Express & Star

Tyler Denny 'here to stay' after European title defence

Tyler Denny declared “I’m here to stay” in the middleweight division after once more upsetting the odds to beat Felix Cash and retain his European title.

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The 32-year-old from Rowley Regis celebrated one of the biggest but also easiest victories of his career in a one-sided bout at Birmingham’s Resorts World Arena on Saturday night.

Though the fight was ultimately decided by technical decision, with referee Mark Lyson deeming previously unbeaten former British champion Cash unfit to continue after sustaining a gruesome cut to his right eye – ruled to be from a head clash – Denny was well on top when the fight was halted 35 seconds into the fifth round.

The former plumber has now won six fights on the spin and is moving toward possible world title contention.

He said: “I was always confident. My team was confident. We have come and shown everyone what we are about.

“I am here to stay. People have been writing me off. I saw a few comments, that it was going to be over in so many rounds. Tomorrow I am going to reply to some of these guys and say: ‘Yeah, what are you saying now?’

“A lot of people like to talk rubbish on the internet. I have earned the right to be a bit smug.”

Cash, like so many other of Denny’s recent opponents, was favourite with the bookmakers heading into the bout.

The 31-year-old from Wokingham, fighting for the first time in 18 months, cut a confident figure in the build-up, telling Denny he had “no chance” of retaining the belt he won by beating Matteo Signani in Wolverhampton last November.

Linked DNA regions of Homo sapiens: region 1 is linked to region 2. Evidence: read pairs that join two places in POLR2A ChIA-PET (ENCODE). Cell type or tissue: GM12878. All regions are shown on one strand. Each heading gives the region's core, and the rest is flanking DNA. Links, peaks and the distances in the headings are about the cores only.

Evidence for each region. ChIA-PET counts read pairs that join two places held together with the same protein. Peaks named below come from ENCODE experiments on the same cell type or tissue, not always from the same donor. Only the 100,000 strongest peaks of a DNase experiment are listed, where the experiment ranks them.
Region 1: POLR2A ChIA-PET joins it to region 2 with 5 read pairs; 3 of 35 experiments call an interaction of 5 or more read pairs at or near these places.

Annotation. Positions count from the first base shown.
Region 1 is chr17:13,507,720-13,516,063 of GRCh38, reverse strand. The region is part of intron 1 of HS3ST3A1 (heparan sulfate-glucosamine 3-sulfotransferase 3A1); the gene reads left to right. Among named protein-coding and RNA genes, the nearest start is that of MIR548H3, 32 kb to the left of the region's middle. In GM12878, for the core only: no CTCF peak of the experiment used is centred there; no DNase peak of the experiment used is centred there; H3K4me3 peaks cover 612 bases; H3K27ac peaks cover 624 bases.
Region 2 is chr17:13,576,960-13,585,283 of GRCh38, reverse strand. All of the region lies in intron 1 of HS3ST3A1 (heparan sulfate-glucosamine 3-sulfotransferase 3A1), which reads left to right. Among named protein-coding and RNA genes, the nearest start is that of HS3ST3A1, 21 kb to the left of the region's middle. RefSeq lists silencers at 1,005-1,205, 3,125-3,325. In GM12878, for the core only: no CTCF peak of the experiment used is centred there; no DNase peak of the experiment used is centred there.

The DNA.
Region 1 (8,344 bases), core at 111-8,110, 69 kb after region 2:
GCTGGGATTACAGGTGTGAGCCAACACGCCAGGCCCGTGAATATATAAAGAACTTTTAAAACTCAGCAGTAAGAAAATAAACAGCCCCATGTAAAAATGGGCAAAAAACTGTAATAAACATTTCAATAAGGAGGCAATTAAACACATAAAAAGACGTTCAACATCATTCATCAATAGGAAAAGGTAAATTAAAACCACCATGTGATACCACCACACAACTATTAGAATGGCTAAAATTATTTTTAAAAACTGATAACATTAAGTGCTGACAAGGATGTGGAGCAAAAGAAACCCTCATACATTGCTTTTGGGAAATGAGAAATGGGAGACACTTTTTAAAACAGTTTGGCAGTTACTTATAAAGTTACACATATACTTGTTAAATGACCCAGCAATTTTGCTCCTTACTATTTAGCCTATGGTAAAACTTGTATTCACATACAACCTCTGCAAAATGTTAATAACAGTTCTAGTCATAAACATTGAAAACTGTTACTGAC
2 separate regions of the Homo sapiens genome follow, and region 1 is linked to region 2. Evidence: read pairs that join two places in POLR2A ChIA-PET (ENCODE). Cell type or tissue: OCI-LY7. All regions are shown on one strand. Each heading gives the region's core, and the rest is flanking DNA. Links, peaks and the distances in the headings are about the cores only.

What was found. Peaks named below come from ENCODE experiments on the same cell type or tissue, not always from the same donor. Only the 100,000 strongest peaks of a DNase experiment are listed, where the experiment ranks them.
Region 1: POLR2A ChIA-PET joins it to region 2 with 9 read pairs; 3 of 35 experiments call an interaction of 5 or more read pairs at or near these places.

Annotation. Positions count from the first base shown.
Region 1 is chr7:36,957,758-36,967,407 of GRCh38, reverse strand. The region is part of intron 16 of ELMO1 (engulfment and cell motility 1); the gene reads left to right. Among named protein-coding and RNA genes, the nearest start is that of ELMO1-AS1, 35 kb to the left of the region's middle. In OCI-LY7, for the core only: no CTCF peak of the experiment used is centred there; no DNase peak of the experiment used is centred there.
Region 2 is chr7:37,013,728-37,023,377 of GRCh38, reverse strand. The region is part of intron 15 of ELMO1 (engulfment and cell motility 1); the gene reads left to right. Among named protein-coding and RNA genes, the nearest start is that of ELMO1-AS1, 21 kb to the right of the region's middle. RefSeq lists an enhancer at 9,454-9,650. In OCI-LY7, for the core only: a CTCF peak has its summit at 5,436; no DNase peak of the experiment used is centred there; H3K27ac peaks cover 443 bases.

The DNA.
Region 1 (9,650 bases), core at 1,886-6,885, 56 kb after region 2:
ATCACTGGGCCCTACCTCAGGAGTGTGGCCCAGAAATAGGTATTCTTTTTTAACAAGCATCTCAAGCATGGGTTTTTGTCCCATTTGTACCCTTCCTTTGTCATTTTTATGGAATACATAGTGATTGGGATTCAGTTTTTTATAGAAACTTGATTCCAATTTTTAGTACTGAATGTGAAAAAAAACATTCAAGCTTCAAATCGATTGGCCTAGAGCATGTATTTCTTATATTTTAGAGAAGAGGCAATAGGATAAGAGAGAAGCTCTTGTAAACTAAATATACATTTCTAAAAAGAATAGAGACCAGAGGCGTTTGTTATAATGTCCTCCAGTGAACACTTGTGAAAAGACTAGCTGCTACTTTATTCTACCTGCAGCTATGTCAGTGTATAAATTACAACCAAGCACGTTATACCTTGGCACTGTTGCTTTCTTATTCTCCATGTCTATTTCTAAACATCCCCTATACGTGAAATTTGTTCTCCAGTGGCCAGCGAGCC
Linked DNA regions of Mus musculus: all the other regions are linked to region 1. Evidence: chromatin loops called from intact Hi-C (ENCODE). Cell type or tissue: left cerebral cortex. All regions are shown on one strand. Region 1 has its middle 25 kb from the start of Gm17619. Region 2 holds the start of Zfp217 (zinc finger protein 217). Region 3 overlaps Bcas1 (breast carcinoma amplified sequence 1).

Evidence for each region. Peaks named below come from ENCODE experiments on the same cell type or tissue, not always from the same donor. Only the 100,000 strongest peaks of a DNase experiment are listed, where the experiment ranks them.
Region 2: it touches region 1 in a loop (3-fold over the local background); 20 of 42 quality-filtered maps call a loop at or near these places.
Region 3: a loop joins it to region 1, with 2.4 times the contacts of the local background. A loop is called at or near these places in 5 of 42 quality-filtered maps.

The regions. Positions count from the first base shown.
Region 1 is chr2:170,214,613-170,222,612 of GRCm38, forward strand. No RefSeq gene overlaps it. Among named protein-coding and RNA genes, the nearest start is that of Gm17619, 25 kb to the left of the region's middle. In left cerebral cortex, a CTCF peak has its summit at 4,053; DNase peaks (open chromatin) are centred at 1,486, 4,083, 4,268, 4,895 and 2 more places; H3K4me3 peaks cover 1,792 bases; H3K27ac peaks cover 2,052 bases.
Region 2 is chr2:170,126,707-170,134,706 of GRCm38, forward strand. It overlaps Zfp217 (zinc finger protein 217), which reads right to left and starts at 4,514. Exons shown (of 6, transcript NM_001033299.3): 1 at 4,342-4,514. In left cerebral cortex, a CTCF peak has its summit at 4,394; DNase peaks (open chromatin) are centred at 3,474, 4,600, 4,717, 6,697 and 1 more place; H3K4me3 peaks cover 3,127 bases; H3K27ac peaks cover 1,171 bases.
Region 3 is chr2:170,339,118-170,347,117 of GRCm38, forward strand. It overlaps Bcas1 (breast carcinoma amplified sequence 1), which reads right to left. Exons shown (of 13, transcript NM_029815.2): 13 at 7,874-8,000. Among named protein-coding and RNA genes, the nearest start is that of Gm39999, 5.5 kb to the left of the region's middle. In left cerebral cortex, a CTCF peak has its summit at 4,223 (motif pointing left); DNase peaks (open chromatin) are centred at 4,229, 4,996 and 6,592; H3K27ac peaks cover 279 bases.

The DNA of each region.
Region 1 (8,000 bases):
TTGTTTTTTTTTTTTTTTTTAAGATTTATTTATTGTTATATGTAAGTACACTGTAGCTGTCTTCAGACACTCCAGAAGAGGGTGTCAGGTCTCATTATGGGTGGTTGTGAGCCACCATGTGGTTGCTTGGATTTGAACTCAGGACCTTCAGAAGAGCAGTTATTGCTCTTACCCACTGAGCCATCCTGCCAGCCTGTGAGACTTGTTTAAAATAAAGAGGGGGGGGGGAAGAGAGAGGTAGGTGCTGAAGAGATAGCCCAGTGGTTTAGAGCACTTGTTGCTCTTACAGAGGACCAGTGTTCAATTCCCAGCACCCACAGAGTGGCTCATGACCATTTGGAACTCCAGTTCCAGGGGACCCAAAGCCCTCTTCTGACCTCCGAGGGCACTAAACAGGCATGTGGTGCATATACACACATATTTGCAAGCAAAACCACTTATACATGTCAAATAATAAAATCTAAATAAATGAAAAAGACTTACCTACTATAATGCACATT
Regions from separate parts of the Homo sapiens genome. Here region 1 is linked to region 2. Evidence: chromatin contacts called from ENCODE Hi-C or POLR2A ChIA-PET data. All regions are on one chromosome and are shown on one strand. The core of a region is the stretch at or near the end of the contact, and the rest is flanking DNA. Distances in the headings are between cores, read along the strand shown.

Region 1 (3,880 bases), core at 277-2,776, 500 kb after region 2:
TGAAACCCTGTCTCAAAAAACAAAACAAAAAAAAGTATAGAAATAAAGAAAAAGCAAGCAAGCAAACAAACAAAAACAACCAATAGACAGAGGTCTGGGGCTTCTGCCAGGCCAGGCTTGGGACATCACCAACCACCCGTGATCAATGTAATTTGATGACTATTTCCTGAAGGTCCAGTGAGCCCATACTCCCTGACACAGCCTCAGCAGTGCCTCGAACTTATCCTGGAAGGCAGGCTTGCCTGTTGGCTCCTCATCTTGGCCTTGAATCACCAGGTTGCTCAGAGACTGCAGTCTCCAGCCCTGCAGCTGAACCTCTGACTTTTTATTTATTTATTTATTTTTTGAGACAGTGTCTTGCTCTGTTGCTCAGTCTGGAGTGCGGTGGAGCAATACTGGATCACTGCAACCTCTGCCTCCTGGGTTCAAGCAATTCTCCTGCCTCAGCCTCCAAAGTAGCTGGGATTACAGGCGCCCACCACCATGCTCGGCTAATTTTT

But Denny said he sensed nerves when Cash lost his cool and pushed him during Friday’s weigh-in and there was a distinctive difference in body language when they entered the ring more than 24 hours later, the challenger pacing the canvas, the champion fixing his opponent in his glare.

Cash, in truth, began well but when Denny upped the pace at the start of the second round he could find no answer. A left hook near the end of the fourth round sent him staggering backward and he was on the ropes again when referee Lyon called a halt to proceedings, 35 seconds into the fifth, after consulting with the ringside doctor.

That sent it to the scorecards and Denny was comfortably ahead on all three, the only slight post-fight frustration being he believed – as did many others at ringside – the cut had been caused by a punch.

He said: “I think I have been robbed of a knockout, there. I don’t think it was building up to a nice fight. I think it was building up to a beat down.

“I was winning the fight and hurting him regularly. He has got away with one there. But I have the belt and that is all that matters.”

Denny has beaten five previously unbeaten opponents in his last eight fights. Cash, once himself tipped for world honours, is now the biggest name on his record but he said: “Is it my biggest win? I’d say it is but it doesn’t really feel like it because it wasn’t that hard of a fight.

“It was one of my biggest wins but one of my easiest as well.”

Asked about Cash’s confidence during the build-up, Denny replied: “He was brash but he wasn’t confident. It was why he pushed me at the weigh in. He was rattled and nervous and I sensed that.

“I was just there smiling, thinking: ‘We will see’. And we have just seen. I was the underdog. A know a lot of people put some money on and they can buy me a drink now!”